Early detection of inpatient deterioration with continuous physiologic monitoring. Postoperative adverse events in a hospital setting are commonly preceded by a significant period of physiologic deterioration. Until recently, most attempts to prevent adverse outcomes have focused on the quality of the response to an adverse event rather than early detection of signals that presage and adverse event. Andreas H. Taenzer, MD, working with quality and safety officers at the Dartmouth Hitchcock Medical Center, has developed a continuous physiologic monitoring system that was recently demonstrated to provide more accurate and timely data on true patient state compared to standard intermittent assessments (Anesth Analg. 2014;118:326-31). Implementation of such a monitoring system, with appropriate parameter adjustments to minimize false alarms, decreased rescue events and intensive care unit transfers of hospital inpatients by more than 50% (Anesthesiology. 2010;112:282-7).

Development of an international clinical registry to identify targets for quality improvement. The recent advent of sophisticated and effective imaging techniques has greatly enhanced the effectiveness and reliability of regional block techniques for major surgery. Despite the widespread popularity of these techniques and some data to suggest that they improve patient outcomes, individual institutions have had no way to examine the quality of care that they provide with regional anesthesia relative to care provided at other institutions. Brian D. Sites, MD has been instrumental in the development and evaluation of an International Registry of Regional Anesthesia (from 19 centers world-wide) that contains prospectively collected data on complications and immediate patient outcomes following regional block anesthesia (Reg Anesth Pain Med. 2014 (39:487-95). This is the first large-scale clinical registry to provide comparative outcome rates regarding quality, effectiveness and complication rates of regional anesthesia.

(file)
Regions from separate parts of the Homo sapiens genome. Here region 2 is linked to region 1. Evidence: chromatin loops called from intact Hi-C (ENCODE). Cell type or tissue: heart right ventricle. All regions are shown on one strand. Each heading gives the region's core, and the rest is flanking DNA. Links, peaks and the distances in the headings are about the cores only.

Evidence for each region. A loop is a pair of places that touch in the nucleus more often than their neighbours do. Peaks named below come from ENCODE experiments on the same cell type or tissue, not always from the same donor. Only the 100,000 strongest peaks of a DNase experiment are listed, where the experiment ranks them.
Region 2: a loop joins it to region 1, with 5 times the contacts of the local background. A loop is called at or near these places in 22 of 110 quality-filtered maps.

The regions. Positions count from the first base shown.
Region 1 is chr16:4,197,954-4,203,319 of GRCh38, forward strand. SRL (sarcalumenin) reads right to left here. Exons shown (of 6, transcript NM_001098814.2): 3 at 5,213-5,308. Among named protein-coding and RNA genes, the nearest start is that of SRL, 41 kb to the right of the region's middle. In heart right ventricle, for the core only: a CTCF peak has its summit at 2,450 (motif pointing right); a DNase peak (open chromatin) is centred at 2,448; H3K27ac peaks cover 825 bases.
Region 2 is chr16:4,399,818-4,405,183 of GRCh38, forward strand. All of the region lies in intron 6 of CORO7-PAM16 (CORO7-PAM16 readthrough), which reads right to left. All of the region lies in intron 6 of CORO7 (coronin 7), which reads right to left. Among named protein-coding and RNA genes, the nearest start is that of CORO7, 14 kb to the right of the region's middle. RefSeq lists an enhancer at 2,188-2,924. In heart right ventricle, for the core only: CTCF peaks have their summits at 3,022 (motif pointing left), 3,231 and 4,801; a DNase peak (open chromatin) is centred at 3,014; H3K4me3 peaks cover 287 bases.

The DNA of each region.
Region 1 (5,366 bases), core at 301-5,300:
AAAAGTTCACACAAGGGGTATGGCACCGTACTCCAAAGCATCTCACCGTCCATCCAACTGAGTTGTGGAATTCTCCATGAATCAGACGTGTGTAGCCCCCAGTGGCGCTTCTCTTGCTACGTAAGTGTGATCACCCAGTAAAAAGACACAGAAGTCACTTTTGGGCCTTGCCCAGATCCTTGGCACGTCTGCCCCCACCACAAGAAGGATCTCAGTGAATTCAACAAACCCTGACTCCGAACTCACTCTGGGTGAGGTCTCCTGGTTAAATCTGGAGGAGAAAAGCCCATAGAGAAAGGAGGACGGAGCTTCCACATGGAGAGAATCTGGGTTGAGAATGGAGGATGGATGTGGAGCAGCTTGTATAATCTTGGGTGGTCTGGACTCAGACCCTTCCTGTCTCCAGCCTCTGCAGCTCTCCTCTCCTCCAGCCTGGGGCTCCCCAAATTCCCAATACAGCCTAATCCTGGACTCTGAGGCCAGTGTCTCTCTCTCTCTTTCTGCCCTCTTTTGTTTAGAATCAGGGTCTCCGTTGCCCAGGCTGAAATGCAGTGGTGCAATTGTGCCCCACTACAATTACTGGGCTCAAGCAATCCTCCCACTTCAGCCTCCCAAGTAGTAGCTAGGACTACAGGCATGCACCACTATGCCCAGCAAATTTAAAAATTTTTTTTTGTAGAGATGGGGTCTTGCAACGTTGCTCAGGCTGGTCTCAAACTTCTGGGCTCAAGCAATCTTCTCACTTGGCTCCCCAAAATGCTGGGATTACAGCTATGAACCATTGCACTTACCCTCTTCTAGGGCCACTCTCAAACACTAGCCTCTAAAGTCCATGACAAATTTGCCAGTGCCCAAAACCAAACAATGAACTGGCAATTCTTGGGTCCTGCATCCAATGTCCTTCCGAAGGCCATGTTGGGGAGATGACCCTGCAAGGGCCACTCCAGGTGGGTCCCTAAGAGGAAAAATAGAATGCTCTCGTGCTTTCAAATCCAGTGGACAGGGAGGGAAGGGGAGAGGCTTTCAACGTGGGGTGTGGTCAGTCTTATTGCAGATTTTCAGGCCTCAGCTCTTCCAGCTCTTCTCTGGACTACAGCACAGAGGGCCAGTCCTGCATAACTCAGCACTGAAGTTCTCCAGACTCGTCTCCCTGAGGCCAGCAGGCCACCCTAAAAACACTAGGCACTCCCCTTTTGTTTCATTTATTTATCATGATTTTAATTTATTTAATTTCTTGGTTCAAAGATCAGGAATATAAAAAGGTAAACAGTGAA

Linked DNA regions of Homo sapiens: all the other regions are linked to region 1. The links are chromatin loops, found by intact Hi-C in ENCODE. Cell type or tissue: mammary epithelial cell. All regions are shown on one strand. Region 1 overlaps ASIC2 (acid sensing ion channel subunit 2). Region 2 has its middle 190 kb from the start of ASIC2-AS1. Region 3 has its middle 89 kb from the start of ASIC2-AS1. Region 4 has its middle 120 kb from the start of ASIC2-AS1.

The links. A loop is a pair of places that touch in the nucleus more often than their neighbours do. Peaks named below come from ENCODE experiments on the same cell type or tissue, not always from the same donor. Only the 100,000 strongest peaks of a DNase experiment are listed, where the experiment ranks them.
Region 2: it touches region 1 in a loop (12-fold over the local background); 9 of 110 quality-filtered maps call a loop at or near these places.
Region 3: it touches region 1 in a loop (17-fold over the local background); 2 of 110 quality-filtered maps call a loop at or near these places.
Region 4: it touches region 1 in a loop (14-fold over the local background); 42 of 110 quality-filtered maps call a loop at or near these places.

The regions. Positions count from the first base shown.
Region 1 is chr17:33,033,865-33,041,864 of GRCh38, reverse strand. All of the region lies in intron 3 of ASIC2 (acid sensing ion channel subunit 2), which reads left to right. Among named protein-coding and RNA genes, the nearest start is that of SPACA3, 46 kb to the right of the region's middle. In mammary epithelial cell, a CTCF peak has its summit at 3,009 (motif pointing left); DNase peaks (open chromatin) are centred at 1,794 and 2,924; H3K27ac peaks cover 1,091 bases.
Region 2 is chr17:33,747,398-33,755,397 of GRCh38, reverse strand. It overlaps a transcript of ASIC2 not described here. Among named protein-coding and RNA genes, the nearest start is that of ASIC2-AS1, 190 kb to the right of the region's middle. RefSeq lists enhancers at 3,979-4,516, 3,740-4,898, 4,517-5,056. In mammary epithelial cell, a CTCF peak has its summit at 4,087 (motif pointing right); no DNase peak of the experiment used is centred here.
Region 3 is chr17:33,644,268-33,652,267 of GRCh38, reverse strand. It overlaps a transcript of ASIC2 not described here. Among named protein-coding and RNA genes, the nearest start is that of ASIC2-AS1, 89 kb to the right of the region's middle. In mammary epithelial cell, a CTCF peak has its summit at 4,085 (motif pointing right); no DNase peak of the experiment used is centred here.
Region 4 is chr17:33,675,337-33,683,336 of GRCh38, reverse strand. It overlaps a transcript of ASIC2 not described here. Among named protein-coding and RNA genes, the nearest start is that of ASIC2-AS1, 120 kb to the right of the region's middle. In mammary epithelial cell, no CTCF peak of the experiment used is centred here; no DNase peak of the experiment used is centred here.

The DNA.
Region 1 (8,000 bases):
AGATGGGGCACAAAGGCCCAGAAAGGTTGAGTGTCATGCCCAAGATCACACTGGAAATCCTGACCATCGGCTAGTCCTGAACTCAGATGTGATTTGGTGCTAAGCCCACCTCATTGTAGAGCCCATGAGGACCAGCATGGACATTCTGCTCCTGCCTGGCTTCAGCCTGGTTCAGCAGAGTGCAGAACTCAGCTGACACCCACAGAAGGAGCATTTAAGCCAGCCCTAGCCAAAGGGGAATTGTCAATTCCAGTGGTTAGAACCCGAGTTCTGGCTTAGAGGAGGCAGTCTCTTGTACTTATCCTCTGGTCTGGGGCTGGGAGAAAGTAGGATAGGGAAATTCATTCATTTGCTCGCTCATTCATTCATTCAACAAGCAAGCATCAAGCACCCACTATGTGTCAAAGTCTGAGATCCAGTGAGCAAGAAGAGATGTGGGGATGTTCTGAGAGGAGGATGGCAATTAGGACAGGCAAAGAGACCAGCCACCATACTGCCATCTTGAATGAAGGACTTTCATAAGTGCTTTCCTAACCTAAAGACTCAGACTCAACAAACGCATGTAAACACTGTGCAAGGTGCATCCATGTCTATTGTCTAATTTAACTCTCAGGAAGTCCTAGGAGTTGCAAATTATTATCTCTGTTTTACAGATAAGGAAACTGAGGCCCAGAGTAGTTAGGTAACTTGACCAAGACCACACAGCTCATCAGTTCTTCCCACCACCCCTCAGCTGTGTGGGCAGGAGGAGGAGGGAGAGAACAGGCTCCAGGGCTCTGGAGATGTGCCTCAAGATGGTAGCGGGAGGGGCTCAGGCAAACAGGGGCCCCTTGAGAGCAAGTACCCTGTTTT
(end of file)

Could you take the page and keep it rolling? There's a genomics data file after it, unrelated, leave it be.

Prevention of intraoperative bacterial transmission to reduce the incidence of postoperative surgical infections. Despite decades of concerted effort, the incidence of infections in postoperative surgical patients remains alarmingly high. Individual interventions such as hand hygiene or patient decolonization have shown some limited, and often only temporary, effectiveness in selected patient populations. There has never been a systematic and sustained approach to identify the sources and root causes of postsurgical infections. Over the past 8 years, Randy W. Loftus, MD has systematically measured and categorized patterns of bacterial transmission in the modern operating room and identified specific links to postsurgical infections (Anesthesiology. 2008;(109):399-407). In addition to identifying important patterns of transmission of pathogenic bacteria, he has determined the relative effectiveness of novel interventions to prevent transmission and patient infection. New approaches to catheter care and handling, a more effective hand hygiene system, targeted environmental cleaning and control of patient bacterial reservoirs have all been shown to impact the transmission of pathogenic bacteria in the operating room (Anesth Analg. 2012;114:1236-48. Results from this ongoing research is now being used to guide clinical interventions that are expected to reduce intraoperative bacterial transmission and postoperative surgical infections.

Examining how cortisol can increase resistance to infection. Cortisol and similar synthetic glucocorticoid hormones such as dexamethasone are widely known for their anti-inflammatory and immune suppressive properties. Until recently, these potent and clinically important effects of cortisol have obscured a pre-existing understanding that hormones like cortisol can also support and even stimulate immune defense mechanisms. Mark P. Yeager, MD, working with colleagues in Physiology, has been examining the ability of cortisol, at concentrations observed during major stress such as surgery, can increase the responsiveness of the human innate immune system to bacterial challenge (Crit Care Med. 2009;37:2727-32). Using whole genome microarray technology, the investigators have identified key components of the immune response to bacteria (including leukocyte localization and migration) that are enhanced by temporary exposure to stress associated concentrations of cortisol. Results of these studies will help redefine our understanding of the broad range of glucocorticoid regulation of human immune responses.